Flags of many nations fly at Independence High, which includes an Academy of International Studies. Ann Doss Helms ahelms@charlotteobserver.com
Flags of many nations fly at Independence High, which includes an Academy of International Studies. Ann Doss Helms ahelms@charlotteobserver.com


CMS has more English learners than other NC districts. Here’s why that matters.

By Ann Doss Helms


December 04, 2017 09:21 AM

The ranks of immigrant students learning English grew by more than 12,000 students across North Carolina this year, with Charlotte-Mecklenburg Schools leading the list.

The tally, which will be presented to the state Board of Education this week, is another sign of the changing face of public education. Public schools, especially those in the large urban districts, are seeing steep growth in the number of students who need help mastering the language, even as overall enrollment flattens.

For instance: The first-month count of all students in North Carolina districts and charter schools grew by only about 3,500 this year, about two-tenths of a percent. But the count of English learners, taken at the same time, grew by 12,759, or 13 percent.

The trend isn’t limited to North Carolina. Last week McGraw-Hill Education publicized results of an educator survey that indicated the number of English learners is growing rapidly in the South, the Northeast and the Midwest.

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EL students make up one of the fastest-growing student populations in the United States, and educators and school leaders have to think differently about how to meet their needs,” said Heath Morrison, who was CMS superintendent from 2012 to 2014 and went on to become an executive with McGraw-Hill.

108,664 English learner students in North Carolina

19,794 in CMS

13,414 in Wake County

A growing immigrant population puts demands on a school system, which has to find teachers who can help students learn the language while mastering other academic skills. Those positions are often hard to fill.

But CMS Superintendent Clayton Wilcox and some board members say students who speak multiple languages and families from other cultures can also be an asset in a global economy. The district is preparing to expand world language magnet programs, including those that let students learn in both Spanish and English.

South Mecklenburg High helped its English learner students tell their stories of immigration in 2016.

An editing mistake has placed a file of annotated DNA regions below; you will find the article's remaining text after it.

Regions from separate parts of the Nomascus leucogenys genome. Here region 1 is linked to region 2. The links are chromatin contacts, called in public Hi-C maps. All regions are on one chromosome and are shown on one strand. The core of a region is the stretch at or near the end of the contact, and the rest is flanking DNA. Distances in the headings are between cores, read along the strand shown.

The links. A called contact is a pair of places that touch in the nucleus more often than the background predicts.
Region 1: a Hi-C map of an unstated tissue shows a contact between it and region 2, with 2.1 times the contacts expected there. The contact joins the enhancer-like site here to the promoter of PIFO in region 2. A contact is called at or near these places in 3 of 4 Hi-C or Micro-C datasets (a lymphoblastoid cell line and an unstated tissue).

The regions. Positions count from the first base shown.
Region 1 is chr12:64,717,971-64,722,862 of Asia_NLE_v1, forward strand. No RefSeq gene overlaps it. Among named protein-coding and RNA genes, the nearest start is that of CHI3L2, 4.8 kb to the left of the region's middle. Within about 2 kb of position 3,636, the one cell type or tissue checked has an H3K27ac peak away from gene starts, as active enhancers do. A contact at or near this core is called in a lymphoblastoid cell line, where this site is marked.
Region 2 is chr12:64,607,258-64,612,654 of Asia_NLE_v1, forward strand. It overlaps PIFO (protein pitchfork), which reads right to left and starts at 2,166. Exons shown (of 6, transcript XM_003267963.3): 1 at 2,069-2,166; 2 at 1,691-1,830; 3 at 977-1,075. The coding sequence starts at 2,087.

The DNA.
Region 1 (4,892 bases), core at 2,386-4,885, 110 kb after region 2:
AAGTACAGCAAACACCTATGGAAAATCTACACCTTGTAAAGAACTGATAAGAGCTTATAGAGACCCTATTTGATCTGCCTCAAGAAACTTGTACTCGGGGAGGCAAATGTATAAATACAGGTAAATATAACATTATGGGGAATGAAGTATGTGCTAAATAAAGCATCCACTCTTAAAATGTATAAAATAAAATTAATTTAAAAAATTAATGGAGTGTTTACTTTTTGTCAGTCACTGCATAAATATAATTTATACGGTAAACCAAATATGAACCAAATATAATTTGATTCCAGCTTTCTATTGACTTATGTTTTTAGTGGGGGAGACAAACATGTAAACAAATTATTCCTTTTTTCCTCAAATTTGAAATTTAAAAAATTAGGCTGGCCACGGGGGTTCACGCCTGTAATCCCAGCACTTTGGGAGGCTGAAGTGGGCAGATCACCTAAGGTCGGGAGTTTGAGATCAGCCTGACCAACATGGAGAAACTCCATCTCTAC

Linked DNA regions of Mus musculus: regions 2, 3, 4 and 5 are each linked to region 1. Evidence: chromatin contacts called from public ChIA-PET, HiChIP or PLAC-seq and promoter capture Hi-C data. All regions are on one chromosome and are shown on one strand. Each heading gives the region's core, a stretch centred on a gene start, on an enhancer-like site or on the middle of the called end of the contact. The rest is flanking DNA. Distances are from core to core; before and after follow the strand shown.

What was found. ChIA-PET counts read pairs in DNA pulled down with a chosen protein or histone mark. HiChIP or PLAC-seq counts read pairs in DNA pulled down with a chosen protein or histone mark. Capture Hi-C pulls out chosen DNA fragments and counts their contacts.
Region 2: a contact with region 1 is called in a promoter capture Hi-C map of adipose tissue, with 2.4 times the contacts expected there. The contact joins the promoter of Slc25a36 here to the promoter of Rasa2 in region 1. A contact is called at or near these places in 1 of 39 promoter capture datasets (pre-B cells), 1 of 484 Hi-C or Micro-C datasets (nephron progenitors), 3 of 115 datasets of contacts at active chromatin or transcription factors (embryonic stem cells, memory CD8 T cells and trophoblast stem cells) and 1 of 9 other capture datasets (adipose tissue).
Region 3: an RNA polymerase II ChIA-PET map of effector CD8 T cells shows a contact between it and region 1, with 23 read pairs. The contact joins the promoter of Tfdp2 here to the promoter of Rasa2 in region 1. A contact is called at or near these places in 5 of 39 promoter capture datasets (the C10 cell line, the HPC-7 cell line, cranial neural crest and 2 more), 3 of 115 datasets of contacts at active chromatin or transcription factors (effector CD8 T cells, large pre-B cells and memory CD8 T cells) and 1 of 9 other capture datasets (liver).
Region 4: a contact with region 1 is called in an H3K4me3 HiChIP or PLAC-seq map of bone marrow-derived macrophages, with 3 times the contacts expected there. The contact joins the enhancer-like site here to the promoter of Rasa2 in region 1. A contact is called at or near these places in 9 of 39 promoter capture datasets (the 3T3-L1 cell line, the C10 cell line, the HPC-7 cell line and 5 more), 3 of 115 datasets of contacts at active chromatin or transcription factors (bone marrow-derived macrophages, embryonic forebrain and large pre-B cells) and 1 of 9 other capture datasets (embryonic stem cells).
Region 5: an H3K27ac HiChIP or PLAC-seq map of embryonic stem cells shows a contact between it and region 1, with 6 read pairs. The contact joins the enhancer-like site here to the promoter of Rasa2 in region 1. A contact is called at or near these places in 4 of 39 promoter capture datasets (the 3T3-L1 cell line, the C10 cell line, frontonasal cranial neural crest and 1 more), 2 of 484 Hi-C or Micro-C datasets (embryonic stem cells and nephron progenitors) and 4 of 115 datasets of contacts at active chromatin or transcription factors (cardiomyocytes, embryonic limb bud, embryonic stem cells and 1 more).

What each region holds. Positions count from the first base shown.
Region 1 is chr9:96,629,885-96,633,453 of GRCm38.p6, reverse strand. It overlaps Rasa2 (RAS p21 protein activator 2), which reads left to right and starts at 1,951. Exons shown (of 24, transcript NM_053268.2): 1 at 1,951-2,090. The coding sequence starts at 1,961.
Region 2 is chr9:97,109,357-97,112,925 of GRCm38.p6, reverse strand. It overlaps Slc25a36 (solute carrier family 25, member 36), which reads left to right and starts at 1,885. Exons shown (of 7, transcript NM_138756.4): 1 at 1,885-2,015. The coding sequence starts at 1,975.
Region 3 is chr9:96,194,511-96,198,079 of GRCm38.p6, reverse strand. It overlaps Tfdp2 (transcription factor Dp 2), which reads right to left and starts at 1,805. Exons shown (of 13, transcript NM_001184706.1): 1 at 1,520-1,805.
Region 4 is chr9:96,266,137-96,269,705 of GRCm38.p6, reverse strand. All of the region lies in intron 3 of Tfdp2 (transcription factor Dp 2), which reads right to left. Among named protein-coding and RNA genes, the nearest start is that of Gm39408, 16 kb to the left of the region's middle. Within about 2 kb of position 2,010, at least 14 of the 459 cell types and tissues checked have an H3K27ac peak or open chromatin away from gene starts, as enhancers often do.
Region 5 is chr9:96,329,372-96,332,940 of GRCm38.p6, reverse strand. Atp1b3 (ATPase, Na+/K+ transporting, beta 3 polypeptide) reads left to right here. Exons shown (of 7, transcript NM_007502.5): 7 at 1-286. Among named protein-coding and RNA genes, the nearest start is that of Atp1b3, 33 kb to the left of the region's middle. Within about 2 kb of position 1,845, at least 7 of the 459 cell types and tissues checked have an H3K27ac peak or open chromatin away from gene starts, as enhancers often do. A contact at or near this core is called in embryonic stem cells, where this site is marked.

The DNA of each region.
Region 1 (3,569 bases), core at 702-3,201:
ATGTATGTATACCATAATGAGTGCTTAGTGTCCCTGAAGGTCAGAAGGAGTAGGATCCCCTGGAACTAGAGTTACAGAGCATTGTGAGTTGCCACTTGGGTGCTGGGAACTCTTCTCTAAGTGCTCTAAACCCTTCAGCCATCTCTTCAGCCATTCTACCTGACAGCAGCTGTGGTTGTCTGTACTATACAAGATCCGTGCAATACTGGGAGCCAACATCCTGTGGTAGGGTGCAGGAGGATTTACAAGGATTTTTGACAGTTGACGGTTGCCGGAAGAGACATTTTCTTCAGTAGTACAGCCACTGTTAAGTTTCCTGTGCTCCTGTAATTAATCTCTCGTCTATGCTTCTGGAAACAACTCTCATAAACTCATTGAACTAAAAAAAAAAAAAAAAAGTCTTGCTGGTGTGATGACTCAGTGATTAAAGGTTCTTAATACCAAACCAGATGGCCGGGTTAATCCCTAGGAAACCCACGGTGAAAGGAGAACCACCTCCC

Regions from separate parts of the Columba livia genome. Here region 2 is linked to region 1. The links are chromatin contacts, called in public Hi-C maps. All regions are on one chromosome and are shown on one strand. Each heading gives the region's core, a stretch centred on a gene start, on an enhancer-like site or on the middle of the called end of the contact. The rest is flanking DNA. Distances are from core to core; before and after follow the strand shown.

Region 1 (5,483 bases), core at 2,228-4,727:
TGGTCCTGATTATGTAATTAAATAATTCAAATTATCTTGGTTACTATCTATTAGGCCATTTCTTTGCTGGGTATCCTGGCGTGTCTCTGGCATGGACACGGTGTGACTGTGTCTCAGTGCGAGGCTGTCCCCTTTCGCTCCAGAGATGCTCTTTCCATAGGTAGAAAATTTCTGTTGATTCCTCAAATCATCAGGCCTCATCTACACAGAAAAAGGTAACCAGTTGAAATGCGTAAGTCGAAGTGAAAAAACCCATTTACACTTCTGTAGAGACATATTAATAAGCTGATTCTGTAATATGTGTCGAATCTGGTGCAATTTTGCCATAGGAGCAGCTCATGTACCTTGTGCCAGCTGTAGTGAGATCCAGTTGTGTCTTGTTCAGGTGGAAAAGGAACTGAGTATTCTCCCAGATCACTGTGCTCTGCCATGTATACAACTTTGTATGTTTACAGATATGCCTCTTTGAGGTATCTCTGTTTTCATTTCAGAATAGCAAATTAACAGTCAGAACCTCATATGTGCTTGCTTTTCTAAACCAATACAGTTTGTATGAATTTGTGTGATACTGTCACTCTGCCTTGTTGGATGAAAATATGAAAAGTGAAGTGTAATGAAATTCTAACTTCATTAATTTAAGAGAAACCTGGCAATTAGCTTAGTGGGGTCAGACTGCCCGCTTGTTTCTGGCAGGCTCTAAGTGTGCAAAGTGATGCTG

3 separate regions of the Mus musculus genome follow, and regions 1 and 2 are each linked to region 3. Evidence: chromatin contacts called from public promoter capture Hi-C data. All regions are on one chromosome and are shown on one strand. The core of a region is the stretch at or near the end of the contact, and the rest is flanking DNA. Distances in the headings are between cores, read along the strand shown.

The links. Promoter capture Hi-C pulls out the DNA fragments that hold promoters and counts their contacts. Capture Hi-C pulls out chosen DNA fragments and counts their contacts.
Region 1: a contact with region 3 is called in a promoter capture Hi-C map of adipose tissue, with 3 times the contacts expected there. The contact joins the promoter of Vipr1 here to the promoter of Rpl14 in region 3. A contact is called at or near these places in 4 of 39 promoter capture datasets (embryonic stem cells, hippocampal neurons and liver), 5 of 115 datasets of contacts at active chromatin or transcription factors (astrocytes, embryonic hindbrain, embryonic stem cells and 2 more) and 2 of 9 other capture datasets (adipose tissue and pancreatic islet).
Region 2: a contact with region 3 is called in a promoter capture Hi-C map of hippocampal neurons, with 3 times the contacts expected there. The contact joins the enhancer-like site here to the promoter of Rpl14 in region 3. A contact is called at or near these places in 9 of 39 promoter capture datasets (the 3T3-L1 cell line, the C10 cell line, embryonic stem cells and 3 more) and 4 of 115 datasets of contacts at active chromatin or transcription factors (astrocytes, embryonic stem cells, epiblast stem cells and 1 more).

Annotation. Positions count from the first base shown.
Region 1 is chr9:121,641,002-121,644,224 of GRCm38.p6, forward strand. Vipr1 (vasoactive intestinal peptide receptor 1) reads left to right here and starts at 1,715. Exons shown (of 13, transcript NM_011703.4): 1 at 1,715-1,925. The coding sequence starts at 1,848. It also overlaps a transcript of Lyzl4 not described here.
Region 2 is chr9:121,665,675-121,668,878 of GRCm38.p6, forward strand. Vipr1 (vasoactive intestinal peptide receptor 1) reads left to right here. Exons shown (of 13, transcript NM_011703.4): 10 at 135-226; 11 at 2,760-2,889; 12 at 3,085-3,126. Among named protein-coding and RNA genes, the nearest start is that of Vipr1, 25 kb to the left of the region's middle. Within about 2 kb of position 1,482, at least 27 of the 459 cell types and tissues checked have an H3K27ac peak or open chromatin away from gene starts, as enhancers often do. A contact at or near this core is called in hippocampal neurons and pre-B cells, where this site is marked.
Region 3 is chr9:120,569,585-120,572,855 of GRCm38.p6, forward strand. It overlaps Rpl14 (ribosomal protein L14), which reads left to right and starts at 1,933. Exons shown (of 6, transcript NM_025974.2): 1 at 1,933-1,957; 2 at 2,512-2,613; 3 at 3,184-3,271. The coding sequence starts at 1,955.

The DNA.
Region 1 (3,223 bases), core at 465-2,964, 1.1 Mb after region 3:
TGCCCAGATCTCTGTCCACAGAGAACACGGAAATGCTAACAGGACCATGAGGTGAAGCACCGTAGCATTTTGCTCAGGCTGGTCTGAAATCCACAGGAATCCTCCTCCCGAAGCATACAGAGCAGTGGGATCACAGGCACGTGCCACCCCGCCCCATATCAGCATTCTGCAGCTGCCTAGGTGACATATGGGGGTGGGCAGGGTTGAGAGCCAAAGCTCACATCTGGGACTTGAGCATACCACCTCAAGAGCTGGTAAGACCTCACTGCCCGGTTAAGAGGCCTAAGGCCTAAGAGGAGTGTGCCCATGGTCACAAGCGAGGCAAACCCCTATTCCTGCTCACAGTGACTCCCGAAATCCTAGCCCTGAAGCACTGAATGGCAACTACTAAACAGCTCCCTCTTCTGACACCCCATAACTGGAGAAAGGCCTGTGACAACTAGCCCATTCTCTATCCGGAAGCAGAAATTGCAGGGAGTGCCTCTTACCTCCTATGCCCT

Davie Hinshaw Observer file photo

Spanish-speakers account for the largest number of English learners in CMS, but the district has students from 160 nations.

CMS is second to Wake County in total enrollment but has 19,794 English learners this year, compared with 13,414 in Wake.

The English learner tally is required by state law and will be presented to the General Assembly after the state board approves it. An even larger number of students come from homes where English isn’t the first language, but if they’re proficient themselves they’re not counted as English learners.

North Carolina’s four biggest districts – Wake, CMS, Guilford County and Winston-Salem/Forsyth – account for 28.5 percent of all enrollment but 42.5 percent of all English learners, according to state tallies.

105,934 English learners in NC school districts

2,730 in charter schools

272 in Mecklenburg charter schools

English learners are far more likely to attend traditional public schools than charter schools – hardly surprising, given that language barriers could keep families from applying for the independent public schools, and that school districts tend to have more staff dedicated to help students learn English.

But charters are serving a growing number of English learners, with the total growing from almost 1,900 to more than 2,700 statewide and from 141 to 272 in Mecklenburg charter schools. Several Mecklenburg charters report having at least 10 English learners (smaller numbers are not reported), with Matthews Charter Academy reporting the largest number at 71.

Ann Doss Helms: 704-358-5033, @anndosshelms